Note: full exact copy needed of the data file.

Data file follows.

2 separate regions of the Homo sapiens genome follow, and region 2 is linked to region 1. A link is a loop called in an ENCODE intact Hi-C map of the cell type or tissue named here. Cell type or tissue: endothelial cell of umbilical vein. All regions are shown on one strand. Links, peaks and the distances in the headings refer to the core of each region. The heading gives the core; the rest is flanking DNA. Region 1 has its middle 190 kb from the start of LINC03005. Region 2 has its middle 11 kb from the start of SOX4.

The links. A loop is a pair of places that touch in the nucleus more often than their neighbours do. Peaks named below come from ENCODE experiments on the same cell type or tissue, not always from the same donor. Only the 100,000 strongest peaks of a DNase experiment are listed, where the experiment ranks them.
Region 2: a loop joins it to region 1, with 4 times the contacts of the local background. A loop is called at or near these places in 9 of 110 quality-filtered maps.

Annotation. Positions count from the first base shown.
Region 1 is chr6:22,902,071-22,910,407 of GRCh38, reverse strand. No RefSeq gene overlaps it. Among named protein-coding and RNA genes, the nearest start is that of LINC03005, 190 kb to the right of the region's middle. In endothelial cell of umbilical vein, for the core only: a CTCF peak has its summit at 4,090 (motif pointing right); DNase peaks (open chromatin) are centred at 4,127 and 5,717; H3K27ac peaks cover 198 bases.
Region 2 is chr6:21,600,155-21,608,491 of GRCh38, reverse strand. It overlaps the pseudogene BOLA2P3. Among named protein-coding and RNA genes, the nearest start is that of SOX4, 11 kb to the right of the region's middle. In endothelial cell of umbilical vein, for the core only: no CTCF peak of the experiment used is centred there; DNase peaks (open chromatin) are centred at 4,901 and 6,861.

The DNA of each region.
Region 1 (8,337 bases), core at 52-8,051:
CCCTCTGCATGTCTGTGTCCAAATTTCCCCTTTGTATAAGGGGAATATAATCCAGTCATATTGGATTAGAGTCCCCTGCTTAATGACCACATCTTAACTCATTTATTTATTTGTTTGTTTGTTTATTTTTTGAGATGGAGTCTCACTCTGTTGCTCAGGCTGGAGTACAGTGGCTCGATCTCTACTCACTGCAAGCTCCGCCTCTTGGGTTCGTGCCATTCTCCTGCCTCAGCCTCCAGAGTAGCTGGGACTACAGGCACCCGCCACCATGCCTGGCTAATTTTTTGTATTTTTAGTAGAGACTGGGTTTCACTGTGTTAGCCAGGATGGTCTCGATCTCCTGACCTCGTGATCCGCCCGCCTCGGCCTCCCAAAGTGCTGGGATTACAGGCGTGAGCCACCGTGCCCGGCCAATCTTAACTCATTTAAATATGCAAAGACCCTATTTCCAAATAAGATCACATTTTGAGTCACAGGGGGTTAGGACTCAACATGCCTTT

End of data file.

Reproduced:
2 separate regions of the Homo sapiens genome follow, and region 2 is linked to region 1. A link is a loop called in an ENCODE intact Hi-C map of the cell type or tissue named here. Cell type or tissue: endothelial cell of umbilical vein. All regions are shown on one strand. Links, peaks and the distances in the headings refer to the core of each region. The heading gives the core; the rest is flanking DNA. Region 1 has its middle 190 kb from the start of LINC03005. Region 2 has its middle 11 kb from the start of SOX4.

The links. A loop is a pair of places that touch in the nucleus more often than their neighbours do. Peaks named below come from ENCODE experiments on the same cell type or tissue, not always from the same donor. Only the 100,000 strongest peaks of a DNase experiment are listed, where the experiment ranks them.
Region 2: a loop joins it to region 1, with 4 times the contacts of the local background. A loop is called at or near these places in 9 of 110 quality-filtered maps.

Annotation. Positions count from the first base shown.
Region 1 is chr6:22,902,071-22,910,407 of GRCh38, reverse strand. No RefSeq gene overlaps it. Among named protein-coding and RNA genes, the nearest start is that of LINC03005, 190 kb to the right of the region's middle. In endothelial cell of umbilical vein, for the core only: a CTCF peak has its summit at 4,090 (motif pointing right); DNase peaks (open chromatin) are centred at 4,127 and 5,717; H3K27ac peaks cover 198 bases.
Region 2 is chr6:21,600,155-21,608,491 of GRCh38, reverse strand. It overlaps the pseudogene BOLA2P3. Among named protein-coding and RNA genes, the nearest start is that of SOX4, 11 kb to the right of the region's middle. In endothelial cell of umbilical vein, for the core only: no CTCF peak of the experiment used is centred there; DNase peaks (open chromatin) are centred at 4,901 and 6,861.

The DNA of each region.
Region 1 (8,337 bases), core at 52-8,051:
CCCTCTGCATGTCTGTGTCCAAATTTCCCCTTTGTATAAGGGGAATATAATCCAGTCATATTGGATTAGAGTCCCCTGCTTAATGACCACATCTTAACTCATTTATTTATTTGTTTGTTTGTTTATTTTTTGAGATGGAGTCTCACTCTGTTGCTCAGGCTGGAGTACAGTGGCTCGATCTCTACTCACTGCAAGCTCCGCCTCTTGGGTTCGTGCCATTCTCCTGCCTCAGCCTCCAGAGTAGCTGGGACTACAGGCACCCGCCACCATGCCTGGCTAATTTTTTGTATTTTTAGTAGAGACTGGGTTTCACTGTGTTAGCCAGGATGGTCTCGATCTCCTGACCTCGTGATCCGCCCGCCTCGGCCTCCCAAAGTGCTGGGATTACAGGCGTGAGCCACCGTGCCCGGCCAATCTTAACTCATTTAAATATGCAAAGACCCTATTTCCAAATAAGATCACATTTTGAGTCACAGGGGGTTAGGACTCAACATGCCTTT